Previously, it was quite complicated to set up HTTPS on your website (whether it was WordPress or not). You had to buy an SSL/TLS certificate through your web host, or directly through a certificate authority if you have a dedicated server.

When you've never done it before, I must admit that it could take a little while. It was necessary to prove your identity to show that you were the owner of your website.

Well, it was tedious, but you had to go through it.

Today, it is still possible to do so (it is even recommended in some cases) but a new actor has appeared….

Let's Encrypt, towards a 100% secure web

Let's Encrypt is a certificate authority that provides SSL/TLS certificates for free. Their mission is “to create a more secure and privacy-respecting Web.”

Many actors support and finance this initiative. Examples include Facebook, Automattic and Google.

Since their launch in December 2015, the number of certificates they are issueing is exploding:

Lets Encrypt growth

This has been made possible thanks to hosting providers and platforms such as, which have integrated Let's Encrypt for their users.

Great! How do I install one of their certificates on my website?!

Not so fast, my dear friend. Before I show you how to do it, I need to talk to you again about the first method. You know, the one where you have to open your wallet.

Other types of SSL/TLS certificates

Although it is possible to secure your site for free with Let's Encrypt, you should know that there is a major disadvantage: the guarantee.

Indeed, if ever a problem arises at the HTTPS level and one of your customers has personal data stolen, you will not be covered.

One might think that this almost never happens, but occasionally security breaches are discovered and exploited. This was the case in 2014 with the HeartBleed Bug, for example.

If you own a large website and you manage tens of thousands of orders, this can quickly become a problem. So you have to cover your back.

This is why it is possible to obtain certificates with different warranty levels.

Sites like Symantec offer certificates worth more than $1,000 with a $1.75 million warranty.

Finally, I assure you once again, only very large companies need this kind of SSL/TLS certificate.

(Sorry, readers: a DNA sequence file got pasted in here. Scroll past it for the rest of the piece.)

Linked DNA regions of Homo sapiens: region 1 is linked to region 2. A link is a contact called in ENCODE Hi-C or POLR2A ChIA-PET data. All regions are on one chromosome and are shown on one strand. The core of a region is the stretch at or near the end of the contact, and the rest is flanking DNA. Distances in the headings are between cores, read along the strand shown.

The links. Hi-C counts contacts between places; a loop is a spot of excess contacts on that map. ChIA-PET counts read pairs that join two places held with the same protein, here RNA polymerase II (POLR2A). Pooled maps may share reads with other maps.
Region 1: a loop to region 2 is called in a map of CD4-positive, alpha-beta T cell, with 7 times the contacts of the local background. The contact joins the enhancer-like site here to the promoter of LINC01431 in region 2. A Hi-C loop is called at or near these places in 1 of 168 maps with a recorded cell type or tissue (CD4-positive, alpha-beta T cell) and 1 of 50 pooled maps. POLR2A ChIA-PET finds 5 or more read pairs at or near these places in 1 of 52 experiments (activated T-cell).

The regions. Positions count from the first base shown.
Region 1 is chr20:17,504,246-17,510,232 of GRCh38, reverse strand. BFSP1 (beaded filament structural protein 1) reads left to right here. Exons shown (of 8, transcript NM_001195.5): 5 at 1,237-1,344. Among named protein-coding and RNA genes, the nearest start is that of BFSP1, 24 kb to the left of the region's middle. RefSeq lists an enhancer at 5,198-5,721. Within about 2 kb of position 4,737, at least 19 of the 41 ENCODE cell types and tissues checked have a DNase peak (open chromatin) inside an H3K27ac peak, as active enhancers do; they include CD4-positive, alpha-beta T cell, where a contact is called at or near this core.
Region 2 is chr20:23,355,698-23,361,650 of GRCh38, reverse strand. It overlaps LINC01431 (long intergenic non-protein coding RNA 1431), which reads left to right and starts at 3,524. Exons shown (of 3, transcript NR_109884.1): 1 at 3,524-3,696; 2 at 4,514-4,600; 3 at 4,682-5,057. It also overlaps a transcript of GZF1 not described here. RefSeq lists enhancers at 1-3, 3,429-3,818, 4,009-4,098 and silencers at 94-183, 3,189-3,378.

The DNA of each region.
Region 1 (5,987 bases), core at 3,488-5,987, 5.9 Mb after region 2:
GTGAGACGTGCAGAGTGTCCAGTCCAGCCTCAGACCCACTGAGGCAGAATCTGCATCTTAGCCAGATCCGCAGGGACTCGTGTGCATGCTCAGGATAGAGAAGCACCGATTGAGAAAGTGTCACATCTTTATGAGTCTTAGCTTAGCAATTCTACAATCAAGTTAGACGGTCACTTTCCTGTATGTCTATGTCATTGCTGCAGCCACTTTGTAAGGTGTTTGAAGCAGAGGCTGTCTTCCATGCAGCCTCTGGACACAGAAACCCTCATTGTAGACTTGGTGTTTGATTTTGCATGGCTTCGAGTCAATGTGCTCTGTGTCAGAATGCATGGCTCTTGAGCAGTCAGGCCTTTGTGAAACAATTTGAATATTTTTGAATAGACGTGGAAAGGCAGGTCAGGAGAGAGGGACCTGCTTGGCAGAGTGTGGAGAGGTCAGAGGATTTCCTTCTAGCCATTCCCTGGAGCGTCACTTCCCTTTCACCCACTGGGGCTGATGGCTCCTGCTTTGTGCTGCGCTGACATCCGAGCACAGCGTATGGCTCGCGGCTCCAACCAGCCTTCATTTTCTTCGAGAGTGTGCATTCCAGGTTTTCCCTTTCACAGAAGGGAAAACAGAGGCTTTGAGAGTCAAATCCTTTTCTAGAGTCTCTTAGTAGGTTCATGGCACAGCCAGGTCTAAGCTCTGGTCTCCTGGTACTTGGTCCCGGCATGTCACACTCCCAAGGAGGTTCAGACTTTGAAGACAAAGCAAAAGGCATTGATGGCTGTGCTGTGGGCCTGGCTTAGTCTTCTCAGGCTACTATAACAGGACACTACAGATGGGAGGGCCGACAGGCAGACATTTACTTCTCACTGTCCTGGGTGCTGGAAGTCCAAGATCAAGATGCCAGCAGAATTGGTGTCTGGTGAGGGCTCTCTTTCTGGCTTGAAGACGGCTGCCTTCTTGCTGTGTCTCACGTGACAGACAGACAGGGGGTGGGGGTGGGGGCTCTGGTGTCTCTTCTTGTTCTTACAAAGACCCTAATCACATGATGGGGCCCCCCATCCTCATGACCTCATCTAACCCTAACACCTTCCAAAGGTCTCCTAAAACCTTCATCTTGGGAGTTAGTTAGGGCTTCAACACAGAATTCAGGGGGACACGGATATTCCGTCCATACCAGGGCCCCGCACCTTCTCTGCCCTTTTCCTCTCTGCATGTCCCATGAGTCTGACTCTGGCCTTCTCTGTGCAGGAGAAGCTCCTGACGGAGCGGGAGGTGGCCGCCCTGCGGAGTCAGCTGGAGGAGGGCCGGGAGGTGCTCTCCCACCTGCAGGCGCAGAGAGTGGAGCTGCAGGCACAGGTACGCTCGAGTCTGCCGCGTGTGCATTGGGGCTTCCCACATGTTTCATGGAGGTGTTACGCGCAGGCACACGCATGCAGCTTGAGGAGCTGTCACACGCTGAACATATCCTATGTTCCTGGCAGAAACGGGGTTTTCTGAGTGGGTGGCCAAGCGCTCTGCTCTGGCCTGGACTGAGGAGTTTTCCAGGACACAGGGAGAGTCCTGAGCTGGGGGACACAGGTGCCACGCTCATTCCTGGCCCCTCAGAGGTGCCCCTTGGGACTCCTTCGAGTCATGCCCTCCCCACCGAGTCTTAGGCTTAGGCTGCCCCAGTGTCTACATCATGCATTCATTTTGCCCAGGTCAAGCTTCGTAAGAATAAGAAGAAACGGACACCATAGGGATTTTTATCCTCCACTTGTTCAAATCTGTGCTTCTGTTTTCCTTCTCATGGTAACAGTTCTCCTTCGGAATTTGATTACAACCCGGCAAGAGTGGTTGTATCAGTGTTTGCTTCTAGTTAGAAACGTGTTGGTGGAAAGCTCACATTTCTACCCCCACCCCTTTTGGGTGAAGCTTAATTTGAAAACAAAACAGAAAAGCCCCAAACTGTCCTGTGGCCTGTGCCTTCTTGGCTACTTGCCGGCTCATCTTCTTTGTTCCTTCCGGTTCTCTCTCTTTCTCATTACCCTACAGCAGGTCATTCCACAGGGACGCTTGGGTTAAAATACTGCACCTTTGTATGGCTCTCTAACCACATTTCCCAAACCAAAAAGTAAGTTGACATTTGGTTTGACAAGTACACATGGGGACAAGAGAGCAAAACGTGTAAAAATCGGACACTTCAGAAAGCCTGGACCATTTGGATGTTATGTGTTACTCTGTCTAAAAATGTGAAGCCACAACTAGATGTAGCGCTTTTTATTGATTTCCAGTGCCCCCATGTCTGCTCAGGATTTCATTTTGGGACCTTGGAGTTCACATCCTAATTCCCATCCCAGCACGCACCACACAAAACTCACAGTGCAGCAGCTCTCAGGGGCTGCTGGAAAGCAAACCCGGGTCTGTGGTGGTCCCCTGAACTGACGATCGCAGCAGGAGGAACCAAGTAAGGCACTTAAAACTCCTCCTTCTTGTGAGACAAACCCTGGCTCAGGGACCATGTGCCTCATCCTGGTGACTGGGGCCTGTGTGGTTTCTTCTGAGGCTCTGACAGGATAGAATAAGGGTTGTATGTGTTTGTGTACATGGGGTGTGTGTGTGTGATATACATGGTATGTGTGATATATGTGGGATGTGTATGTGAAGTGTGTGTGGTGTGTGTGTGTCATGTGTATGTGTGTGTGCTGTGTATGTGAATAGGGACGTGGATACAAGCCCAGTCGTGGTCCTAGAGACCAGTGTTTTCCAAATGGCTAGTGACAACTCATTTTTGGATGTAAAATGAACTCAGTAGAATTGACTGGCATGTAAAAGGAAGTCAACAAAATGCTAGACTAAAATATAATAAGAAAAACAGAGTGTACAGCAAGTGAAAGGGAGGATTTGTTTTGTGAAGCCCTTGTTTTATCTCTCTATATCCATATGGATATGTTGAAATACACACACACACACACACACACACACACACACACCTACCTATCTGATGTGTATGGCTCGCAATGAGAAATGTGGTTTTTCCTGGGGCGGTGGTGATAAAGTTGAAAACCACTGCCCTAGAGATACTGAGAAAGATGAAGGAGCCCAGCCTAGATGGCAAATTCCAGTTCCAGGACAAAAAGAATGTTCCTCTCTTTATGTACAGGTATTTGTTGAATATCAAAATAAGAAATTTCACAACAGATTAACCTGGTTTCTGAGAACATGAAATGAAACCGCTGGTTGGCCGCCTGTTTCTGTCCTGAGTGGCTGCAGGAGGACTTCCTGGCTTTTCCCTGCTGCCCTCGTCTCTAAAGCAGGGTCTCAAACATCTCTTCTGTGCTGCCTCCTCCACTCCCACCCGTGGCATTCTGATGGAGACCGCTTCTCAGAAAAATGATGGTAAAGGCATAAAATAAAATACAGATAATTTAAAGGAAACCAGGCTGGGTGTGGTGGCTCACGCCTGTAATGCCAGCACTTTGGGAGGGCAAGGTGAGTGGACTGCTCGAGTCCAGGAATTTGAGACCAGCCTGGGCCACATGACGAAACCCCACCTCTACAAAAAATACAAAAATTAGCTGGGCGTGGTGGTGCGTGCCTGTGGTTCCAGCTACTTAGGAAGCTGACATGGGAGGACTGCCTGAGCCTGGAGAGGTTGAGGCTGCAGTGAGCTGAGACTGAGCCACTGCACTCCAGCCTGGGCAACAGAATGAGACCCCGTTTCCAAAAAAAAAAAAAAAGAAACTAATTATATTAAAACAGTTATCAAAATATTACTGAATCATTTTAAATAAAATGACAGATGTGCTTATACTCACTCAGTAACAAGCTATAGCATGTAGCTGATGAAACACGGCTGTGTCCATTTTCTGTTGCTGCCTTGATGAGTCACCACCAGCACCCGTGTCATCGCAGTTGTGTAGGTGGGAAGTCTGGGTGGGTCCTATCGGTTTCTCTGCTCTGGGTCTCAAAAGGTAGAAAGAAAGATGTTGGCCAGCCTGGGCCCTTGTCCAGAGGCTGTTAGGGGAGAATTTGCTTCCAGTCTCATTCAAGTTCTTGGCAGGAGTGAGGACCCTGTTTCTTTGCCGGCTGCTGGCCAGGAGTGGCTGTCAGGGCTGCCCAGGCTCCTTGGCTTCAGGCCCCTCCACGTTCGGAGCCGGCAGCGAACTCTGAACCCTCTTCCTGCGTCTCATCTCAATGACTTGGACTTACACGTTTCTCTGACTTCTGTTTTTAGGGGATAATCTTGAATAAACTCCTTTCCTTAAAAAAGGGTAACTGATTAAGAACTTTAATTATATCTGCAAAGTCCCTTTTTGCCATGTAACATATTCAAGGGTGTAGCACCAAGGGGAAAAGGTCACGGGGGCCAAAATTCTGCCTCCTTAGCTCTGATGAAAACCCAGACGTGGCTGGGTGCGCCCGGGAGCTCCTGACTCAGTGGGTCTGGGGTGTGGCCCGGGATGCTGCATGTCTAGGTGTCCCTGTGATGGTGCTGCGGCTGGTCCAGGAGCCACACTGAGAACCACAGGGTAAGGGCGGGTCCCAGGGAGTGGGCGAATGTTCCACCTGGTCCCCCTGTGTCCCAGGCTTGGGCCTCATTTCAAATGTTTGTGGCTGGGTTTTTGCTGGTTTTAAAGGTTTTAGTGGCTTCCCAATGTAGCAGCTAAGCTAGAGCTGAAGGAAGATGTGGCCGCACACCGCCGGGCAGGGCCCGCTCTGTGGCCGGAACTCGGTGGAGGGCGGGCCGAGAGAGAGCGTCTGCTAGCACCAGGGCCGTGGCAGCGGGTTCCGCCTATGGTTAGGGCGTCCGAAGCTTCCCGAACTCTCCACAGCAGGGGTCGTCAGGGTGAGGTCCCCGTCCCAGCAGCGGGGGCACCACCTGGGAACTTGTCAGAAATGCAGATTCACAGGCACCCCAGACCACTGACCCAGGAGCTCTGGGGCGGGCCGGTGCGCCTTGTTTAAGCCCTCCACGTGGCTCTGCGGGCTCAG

If you want to benefit from a guarantee by buying a certificate, there are three types:

  • Domain Validated (DV) SSL Certificate: In this case, the certification authority will check until you are the owner of the domain name to grant you the small green padlock (the verification is done automatically online);
  • Organization Validated (OV) SSL Certificate: To obtain this type of certificate, you must prove that you are the legal entity holding the domain to be secured and provide business documents;
  • Extended Validated (EV) SSL Certificate: Here, there is no more laughing. To obtain this type of certificate, you will have to establish your credentials. The information you provide about your organization will be verified (legal existence, physical existence, phone number, address, activity, etc.) and audited annually.

These help to strengthen visitor confidence. As a reminder, here is the type of rendering that can be obtained with EV certificates (for Extended Validation):

Comodo EV SSL certificate

As I told you, the process will be more tedious. That being said, if you are an important entity, I think it should be done.

Important: Remember to renew your certificate in advance if this is not done automatically. Count one month to be broad in the process. Otherwise you will trade your beautiful green padlock for a red padlock or even a browser warning. And that's not good at all!

Which SSL/TLS certificate to choose?

To answer the question quickly, in most cases a free Let's Encrypt certificate will do the trick.

If you want to get a paid SSL/TLS certificate for your website (and benefit from a warranty in case of a problem), the first thing to do is to see what your hosting provider offers. If you are not on a dedicated server, you will not be able to do otherwise.

On the other hand, if you have access to your server configuration, the choice is quite wide. You can turn to certificate authorities such as Comodo or NameCheap.